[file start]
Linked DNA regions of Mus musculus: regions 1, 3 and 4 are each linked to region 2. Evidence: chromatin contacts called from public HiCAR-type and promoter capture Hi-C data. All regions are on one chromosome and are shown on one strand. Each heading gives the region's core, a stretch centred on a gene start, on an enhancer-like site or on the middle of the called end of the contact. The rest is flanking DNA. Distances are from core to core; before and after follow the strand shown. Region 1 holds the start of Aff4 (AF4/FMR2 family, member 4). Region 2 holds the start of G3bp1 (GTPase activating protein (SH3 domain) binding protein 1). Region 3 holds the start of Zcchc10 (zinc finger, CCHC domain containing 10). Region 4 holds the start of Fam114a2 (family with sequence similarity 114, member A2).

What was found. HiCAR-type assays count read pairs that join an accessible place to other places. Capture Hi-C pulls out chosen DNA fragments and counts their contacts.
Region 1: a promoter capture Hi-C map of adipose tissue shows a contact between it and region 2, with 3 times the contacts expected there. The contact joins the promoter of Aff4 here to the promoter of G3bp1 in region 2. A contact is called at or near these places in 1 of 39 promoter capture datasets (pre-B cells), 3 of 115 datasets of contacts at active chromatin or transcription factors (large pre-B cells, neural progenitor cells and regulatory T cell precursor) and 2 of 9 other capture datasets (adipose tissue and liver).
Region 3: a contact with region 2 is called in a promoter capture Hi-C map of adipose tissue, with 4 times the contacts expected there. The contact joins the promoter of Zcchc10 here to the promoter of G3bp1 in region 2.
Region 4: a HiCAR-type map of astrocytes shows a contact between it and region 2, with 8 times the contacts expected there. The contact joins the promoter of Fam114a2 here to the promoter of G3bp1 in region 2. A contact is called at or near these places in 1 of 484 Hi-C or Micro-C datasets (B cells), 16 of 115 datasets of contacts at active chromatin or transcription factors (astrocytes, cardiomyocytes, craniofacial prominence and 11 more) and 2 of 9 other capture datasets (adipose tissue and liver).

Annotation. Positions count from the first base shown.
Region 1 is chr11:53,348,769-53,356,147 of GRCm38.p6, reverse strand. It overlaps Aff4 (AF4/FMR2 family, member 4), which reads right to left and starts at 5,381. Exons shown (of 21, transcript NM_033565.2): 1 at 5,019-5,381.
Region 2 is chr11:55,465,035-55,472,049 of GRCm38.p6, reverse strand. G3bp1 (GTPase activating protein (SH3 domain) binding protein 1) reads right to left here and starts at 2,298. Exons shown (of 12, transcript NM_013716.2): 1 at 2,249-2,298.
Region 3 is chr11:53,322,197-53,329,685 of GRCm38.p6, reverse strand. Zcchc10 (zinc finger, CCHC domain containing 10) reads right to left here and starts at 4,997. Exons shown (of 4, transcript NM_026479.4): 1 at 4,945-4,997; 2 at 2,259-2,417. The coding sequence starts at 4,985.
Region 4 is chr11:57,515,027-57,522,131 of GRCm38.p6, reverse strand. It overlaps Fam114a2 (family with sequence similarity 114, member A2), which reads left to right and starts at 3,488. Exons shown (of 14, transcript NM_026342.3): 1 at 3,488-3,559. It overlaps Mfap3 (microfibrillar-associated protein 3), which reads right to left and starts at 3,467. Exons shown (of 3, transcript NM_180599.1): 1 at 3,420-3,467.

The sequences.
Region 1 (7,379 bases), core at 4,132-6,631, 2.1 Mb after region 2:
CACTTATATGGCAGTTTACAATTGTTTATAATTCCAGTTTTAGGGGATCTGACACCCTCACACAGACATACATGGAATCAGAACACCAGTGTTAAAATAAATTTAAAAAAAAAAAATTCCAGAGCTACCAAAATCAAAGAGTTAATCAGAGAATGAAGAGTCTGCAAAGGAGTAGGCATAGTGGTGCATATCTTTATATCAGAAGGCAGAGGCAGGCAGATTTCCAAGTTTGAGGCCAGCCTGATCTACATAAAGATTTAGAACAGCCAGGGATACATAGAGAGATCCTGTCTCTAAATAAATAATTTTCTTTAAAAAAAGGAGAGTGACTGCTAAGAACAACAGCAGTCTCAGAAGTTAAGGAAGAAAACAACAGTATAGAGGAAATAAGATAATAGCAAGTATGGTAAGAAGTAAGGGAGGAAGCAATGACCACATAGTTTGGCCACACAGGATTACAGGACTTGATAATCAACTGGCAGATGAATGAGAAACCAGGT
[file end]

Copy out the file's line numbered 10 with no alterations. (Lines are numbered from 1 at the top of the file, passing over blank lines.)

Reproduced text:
Region 4 is chr11:57,515,027-57,522,131 of GRCm38.p6, reverse strand. It overlaps Fam114a2 (family with sequence similarity 114, member A2), which reads left to right and starts at 3,488. Exons shown (of 14, transcript NM_026342.3): 1 at 3,488-3,559. It overlaps Mfap3 (microfibrillar-associated protein 3), which reads right to left and starts at 3,467. Exons shown (of 3, transcript NM_180599.1): 1 at 3,420-3,467.